Discussion: The presence of steel cables in the tree was an indication that the tree was unstable and had been cabled to prevent breakage. Other signs of concern that should be looked for are evidence of decay (trees can decay in any area from roots to crown), cracks, root damage, dead wood in the crown, peeling bark or callous formation on the bark. Although the foreman and the victim had checked the tree trunks for rot, the rotted trunk went undetected. The area at the base where the three trunks meet is often a weak point and a site of "butt rot." If one of the vertical trunks is weak, it should be assumed that all three of the trunks are weak. A hollow sound from rapping on the tree (though this may be less reliable when at the butt of the tree) should also be considered in determining if a tree is rotted. Additionally, an instrument called an increment core is available to arborists for detecting tree rot. This is used to drill into the tree to extract a sample of the wood at the core of the tree. The wood core is visually inspected for damage. The increment core can be used only for trees which will be felled; it should not be used on healthy trees which need only to be trimmed.
Employers should be aware of alternate methods for removing trees that are too hazardous to climb and fell. Alternate methods include the use of cranes, tying in to nearby trees, or dropping the tree. Following is a method recommended by a NIOSH forester:
Do all trimming/topping of the trunks with the initial cable intact. Take off the sections above the cable. Decide where the next cut will be and insert an eye hook on each of the vertical limbs below that point. Run a wire rope through the eye hooks to form a triangle. Use a come-along or chain stretcher to tighten the wire, using caution not to over tighten the wire. This supports the trunks and affords stability so the next sections and the cable can be cut.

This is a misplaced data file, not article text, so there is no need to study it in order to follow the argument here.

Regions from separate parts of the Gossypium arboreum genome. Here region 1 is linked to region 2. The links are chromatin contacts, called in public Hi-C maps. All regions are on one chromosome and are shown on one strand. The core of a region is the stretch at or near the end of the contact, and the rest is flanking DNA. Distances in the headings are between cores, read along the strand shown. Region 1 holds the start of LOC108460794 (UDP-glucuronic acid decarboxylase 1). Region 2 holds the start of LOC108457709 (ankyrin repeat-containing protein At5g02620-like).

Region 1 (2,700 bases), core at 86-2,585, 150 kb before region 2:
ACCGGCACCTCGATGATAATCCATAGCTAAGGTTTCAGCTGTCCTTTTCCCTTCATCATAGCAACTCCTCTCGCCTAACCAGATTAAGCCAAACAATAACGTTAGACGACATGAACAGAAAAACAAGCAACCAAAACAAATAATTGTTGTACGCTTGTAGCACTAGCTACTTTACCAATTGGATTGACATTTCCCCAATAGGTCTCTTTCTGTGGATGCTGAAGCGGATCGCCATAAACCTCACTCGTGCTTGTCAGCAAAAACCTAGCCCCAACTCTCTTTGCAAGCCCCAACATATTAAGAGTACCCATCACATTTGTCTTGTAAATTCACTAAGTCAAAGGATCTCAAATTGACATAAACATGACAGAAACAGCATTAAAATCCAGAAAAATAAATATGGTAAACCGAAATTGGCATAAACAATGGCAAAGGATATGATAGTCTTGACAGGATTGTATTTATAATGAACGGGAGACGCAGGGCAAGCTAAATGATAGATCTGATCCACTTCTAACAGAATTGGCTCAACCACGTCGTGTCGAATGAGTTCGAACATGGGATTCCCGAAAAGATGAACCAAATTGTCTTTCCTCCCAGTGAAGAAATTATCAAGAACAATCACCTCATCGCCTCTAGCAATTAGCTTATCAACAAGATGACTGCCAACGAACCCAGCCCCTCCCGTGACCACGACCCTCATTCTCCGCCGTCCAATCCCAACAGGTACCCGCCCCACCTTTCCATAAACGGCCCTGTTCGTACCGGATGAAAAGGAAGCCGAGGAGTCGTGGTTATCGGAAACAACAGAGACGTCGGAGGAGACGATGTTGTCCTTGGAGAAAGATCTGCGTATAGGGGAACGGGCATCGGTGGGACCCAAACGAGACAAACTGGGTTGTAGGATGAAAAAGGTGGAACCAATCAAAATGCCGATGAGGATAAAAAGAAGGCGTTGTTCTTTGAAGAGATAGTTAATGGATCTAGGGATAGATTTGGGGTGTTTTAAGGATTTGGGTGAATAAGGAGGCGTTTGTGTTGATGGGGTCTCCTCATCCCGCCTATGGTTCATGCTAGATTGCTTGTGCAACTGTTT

Recommendation #2: Employers should use all available resources to enhance the safety performance of the company.
Discussion: It is important that tree trimming companies obtain information on safety regulations and methods of ensuring safe working conditions. Attendance at training and participation in professional organizations fosters improvement of skills and awareness of new equipment and trends in tree care and safety. One source of information is the:
National Arborists' Association, Inc., which offers videotapes on safety and a training manual titled Tailgate Safety for Tree Care Professionals. The address of the Association is The Meeting Place Mall, Route 101/P.O. Box 1094, Amherst, NH 03031-1094. The phone number is (603) 673-3311.
Recommendation #3: Employers should review and expand, where applicable, the Climber's Guide to Tree Hazards a booklet distributed to and used by each tree trimmer/climber employee.
Discussion: Although the booklet contains valuable information regarding common hazards associated with the tree trimmers/ climbers' profession, the section relating to support cables in trees could be expanded to include procedures to inspect and offer alternate ways to trim/fell trees with cables. Two elements that contributed to this incident were the undetected rotted trunk and the cabling securing the three trunks together. If additional consideration had been given to either circumstance, and appropriate measures taken, the incident may have been prevented.
Recommendation #4: Employers should conduct scheduled and unscheduled safety inspections to ensure that safety procedures are being followed.
Discussion: Although the company has a written safety program which includes tailgate safety sessions and quarterly district safety meetings, scheduled and unscheduled safety inspections should be conducted on a regular basis. To be effective, a safety program must be enforced at the worksite. Regular company safety inspections demonstrate to workers that the company is committed to enforcing its safety policies and procedures.
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- Page last reviewed: November 18, 2015
- Page last updated: October 15, 2014
- Content source:
- National Institute for Occupational Safety and Health Division of Safety Research